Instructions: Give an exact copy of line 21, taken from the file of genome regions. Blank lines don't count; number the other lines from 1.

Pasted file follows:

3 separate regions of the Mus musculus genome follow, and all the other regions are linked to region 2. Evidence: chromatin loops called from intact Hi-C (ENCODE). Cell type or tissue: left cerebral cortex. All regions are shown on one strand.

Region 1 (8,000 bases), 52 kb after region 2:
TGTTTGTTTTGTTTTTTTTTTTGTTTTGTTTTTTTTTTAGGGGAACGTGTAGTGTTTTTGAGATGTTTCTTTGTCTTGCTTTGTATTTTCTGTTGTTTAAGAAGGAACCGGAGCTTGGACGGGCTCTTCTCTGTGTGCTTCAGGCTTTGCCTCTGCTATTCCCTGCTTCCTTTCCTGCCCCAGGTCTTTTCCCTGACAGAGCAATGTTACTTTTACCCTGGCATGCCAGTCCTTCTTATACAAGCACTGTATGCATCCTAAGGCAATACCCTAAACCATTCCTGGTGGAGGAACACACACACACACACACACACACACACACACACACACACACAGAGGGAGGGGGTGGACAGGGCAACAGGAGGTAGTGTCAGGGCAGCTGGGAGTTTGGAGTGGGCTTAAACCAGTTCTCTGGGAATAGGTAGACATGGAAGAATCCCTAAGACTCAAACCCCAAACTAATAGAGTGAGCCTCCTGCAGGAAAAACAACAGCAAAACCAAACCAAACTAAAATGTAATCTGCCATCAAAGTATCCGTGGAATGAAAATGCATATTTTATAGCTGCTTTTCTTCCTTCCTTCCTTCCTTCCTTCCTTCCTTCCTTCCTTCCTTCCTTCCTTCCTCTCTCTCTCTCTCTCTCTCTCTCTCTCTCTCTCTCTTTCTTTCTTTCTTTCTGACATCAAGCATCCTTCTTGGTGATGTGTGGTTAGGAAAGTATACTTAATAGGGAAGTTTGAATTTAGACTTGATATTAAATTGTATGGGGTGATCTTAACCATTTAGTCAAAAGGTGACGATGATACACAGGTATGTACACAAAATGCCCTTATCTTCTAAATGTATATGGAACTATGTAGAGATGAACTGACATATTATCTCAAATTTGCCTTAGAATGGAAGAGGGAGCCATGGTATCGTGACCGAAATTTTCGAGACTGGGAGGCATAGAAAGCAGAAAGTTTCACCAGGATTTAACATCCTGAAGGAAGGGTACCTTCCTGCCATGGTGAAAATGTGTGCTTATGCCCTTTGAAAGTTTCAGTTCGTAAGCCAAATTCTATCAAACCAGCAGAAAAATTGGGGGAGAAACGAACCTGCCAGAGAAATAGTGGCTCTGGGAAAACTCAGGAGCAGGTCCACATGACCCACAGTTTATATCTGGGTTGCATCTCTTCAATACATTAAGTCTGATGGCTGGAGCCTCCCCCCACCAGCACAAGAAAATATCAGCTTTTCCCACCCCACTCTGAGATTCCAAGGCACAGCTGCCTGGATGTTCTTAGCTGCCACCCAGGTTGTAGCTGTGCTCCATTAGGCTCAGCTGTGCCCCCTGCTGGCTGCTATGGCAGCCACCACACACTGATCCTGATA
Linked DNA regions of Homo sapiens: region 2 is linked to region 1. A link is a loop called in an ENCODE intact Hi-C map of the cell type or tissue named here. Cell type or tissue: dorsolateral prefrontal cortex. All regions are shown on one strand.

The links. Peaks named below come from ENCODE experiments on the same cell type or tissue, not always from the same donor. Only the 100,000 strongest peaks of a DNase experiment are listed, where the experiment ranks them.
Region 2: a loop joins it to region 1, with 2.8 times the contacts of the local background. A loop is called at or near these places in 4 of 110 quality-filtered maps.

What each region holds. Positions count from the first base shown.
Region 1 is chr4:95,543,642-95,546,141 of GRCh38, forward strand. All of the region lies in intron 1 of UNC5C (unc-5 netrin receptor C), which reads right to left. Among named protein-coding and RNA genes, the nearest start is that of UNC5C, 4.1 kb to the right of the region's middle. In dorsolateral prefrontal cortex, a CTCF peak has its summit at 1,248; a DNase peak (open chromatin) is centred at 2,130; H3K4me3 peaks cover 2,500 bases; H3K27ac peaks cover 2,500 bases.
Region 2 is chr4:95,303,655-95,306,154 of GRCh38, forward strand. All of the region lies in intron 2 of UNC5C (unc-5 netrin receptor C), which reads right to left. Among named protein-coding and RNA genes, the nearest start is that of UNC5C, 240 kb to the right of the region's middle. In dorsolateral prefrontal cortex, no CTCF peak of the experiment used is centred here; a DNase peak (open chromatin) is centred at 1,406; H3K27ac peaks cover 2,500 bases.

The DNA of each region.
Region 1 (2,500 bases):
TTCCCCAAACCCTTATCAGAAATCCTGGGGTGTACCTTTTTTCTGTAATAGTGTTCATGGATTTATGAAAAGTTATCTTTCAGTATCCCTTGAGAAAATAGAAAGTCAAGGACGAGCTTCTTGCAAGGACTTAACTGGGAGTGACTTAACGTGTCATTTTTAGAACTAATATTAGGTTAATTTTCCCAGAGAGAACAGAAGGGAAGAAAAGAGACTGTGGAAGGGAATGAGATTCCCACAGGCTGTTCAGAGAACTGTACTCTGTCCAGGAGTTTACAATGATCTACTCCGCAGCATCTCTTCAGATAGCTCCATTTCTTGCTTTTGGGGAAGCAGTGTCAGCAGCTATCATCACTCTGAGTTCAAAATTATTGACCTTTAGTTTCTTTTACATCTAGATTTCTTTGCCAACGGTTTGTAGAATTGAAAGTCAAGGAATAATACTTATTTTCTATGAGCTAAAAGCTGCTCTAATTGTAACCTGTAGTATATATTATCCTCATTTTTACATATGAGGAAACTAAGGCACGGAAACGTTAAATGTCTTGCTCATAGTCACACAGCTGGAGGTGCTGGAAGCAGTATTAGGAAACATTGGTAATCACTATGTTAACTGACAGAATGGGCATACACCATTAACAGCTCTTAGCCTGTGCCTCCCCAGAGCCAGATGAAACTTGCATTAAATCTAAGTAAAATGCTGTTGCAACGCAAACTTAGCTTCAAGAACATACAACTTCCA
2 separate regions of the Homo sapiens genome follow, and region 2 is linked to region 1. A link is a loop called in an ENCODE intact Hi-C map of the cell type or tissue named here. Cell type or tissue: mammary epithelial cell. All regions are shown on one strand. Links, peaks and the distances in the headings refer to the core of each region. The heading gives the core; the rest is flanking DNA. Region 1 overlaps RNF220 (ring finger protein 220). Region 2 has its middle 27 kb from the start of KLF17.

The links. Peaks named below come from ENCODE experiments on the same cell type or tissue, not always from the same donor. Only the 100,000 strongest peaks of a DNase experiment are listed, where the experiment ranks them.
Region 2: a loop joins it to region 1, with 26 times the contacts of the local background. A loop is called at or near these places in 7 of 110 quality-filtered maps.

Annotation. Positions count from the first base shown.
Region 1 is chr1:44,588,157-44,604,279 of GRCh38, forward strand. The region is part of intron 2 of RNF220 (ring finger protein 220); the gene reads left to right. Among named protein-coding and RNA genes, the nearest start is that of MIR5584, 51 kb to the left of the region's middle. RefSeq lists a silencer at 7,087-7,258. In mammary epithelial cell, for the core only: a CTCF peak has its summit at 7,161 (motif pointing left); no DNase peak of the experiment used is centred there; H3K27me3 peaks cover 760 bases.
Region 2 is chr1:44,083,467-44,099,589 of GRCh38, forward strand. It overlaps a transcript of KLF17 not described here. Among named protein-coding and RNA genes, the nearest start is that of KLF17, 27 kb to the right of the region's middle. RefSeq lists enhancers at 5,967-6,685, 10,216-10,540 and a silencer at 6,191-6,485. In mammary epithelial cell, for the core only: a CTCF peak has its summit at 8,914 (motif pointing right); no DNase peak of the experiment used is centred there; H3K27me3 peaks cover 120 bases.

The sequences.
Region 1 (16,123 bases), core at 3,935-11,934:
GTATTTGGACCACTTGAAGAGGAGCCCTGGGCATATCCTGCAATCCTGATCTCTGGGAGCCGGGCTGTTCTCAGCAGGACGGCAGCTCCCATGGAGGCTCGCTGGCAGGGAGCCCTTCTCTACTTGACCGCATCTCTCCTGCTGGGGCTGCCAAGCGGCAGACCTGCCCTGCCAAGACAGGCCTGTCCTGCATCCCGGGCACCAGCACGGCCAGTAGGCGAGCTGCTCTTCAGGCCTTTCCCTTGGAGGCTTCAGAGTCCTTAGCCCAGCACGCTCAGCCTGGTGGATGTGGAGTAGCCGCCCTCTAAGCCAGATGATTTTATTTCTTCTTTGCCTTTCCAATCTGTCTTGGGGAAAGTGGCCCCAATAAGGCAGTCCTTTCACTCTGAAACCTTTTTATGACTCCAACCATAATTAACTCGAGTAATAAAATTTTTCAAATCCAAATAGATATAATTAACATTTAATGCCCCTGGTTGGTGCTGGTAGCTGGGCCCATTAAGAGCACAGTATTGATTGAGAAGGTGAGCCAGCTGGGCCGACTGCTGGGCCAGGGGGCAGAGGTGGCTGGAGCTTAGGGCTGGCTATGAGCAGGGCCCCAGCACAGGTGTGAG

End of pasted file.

GTATTTGGACCACTTGAAGAGGAGCCCTGGGCATATCCTGCAATCCTGATCTCTGGGAGCCGGGCTGTTCTCAGCAGGACGGCAGCTCCCATGGAGGCTCGCTGGCAGGGAGCCCTTCTCTACTTGACCGCATCTCTCCTGCTGGGGCTGCCAAGCGGCAGACCTGCCCTGCCAAGACAGGCCTGTCCTGCATCCCGGGCACCAGCACGGCCAGTAGGCGAGCTGCTCTTCAGGCCTTTCCCTTGGAGGCTTCAGAGTCCTTAGCCCAGCACGCTCAGCCTGGTGGATGTGGAGTAGCCGCCCTCTAAGCCAGATGATTTTATTTCTTCTTTGCCTTTCCAATCTGTCTTGGGGAAAGTGGCCCCAATAAGGCAGTCCTTTCACTCTGAAACCTTTTTATGACTCCAACCATAATTAACTCGAGTAATAAAATTTTTCAAATCCAAATAGATATAATTAACATTTAATGCCCCTGGTTGGTGCTGGTAGCTGGGCCCATTAAGAGCACAGTATTGATTGAGAAGGTGAGCCAGCTGGGCCGACTGCTGGGCCAGGGGGCAGAGGTGGCTGGAGCTTAGGGCTGGCTATGAGCAGGGCCCCAGCACAGGTGTGAG